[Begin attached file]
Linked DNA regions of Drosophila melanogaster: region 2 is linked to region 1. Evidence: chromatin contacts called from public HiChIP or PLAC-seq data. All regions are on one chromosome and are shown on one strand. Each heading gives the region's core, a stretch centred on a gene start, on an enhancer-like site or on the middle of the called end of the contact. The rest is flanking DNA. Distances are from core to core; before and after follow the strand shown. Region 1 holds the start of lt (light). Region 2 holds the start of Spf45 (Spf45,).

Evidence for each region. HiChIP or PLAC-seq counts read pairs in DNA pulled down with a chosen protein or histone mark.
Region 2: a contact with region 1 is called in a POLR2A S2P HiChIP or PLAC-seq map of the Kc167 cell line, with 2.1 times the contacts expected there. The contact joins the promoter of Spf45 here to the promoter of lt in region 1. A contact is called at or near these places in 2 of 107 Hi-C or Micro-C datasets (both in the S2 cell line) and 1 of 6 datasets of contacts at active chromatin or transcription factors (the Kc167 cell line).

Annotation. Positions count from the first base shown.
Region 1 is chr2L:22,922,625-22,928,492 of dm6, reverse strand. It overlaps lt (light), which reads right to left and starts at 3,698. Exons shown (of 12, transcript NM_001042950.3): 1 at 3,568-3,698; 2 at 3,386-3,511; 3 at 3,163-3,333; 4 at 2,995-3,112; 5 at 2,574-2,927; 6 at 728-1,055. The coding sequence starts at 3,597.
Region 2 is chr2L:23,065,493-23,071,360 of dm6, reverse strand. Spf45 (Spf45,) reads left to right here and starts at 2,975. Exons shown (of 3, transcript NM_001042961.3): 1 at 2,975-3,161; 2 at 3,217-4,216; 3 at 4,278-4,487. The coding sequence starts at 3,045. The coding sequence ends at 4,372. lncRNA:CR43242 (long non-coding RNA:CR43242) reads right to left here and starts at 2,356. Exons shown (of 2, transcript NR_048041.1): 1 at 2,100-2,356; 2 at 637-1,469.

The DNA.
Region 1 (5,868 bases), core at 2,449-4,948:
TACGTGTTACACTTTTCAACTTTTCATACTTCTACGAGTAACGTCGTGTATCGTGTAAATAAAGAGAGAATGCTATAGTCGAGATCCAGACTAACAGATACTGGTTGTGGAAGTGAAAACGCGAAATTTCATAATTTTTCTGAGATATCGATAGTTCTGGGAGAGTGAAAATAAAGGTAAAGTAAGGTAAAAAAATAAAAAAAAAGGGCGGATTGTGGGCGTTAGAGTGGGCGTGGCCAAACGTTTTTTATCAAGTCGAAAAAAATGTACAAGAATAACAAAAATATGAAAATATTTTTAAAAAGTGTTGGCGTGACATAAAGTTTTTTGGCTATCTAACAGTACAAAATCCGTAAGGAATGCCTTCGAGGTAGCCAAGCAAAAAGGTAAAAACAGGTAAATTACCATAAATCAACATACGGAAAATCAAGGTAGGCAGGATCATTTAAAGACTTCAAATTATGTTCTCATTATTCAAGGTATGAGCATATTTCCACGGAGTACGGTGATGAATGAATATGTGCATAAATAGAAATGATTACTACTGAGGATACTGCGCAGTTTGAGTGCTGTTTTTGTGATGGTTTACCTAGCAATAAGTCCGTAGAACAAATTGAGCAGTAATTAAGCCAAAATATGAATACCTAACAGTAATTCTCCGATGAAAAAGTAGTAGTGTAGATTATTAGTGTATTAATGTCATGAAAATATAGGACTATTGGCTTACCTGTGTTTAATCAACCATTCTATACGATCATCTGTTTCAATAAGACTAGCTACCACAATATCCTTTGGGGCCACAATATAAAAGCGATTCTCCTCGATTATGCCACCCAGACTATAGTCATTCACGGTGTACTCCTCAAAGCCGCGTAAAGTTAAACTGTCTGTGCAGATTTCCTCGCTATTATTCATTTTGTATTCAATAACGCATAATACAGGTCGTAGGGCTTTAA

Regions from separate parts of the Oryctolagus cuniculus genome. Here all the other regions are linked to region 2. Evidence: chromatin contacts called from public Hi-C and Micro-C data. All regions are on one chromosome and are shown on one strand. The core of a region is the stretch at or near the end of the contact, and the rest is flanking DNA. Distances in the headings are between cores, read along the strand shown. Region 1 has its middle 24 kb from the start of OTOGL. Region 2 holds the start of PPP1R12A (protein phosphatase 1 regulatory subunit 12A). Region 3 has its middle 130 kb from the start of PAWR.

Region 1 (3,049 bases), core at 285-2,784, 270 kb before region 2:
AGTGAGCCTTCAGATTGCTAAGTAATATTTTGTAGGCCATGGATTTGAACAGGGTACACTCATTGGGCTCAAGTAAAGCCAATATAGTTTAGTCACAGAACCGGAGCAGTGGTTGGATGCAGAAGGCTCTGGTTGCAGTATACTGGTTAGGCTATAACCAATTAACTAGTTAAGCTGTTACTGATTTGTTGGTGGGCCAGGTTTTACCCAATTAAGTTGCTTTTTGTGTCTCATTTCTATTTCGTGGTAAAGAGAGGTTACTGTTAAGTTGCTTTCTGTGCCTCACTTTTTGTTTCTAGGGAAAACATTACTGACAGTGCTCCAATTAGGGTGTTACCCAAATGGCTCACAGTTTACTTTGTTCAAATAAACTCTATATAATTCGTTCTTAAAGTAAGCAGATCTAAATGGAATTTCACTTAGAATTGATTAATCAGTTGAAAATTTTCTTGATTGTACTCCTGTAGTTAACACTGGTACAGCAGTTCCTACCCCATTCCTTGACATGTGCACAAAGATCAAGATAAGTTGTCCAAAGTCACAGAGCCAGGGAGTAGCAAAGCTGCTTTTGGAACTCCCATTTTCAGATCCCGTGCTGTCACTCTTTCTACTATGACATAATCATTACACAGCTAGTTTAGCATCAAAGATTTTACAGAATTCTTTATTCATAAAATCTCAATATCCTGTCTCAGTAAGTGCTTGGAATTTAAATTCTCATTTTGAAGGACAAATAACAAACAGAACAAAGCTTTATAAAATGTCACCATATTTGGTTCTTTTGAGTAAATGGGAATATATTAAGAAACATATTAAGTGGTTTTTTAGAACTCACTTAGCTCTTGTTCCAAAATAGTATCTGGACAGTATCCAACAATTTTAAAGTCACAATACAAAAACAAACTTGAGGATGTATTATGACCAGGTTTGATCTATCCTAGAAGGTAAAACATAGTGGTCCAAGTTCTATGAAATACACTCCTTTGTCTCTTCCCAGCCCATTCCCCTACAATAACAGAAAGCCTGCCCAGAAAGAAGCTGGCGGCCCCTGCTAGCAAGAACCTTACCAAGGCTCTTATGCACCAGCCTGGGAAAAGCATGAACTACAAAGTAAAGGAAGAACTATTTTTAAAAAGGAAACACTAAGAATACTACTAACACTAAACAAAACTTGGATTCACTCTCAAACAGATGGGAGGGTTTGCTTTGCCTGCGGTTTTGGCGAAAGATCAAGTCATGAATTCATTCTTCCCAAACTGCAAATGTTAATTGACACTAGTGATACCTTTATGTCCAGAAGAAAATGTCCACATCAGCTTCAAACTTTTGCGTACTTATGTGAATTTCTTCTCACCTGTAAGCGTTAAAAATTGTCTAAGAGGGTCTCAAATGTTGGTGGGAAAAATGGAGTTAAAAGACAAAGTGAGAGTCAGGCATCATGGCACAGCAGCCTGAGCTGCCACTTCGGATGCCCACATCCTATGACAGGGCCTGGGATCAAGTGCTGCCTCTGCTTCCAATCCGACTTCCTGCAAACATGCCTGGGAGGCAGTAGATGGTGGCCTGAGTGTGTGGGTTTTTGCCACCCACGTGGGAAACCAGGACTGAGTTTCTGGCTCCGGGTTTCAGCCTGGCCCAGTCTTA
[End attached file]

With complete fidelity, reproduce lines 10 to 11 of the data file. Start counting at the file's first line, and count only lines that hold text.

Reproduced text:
Regions from separate parts of the Oryctolagus cuniculus genome. Here all the other regions are linked to region 2. Evidence: chromatin contacts called from public Hi-C and Micro-C data. All regions are on one chromosome and are shown on one strand. The core of a region is the stretch at or near the end of the contact, and the rest is flanking DNA. Distances in the headings are between cores, read along the strand shown. Region 1 has its middle 24 kb from the start of OTOGL. Region 2 holds the start of PPP1R12A (protein phosphatase 1 regulatory subunit 12A). Region 3 has its middle 130 kb from the start of PAWR.

Region 1 (3,049 bases), core at 285-2,784, 270 kb before region 2: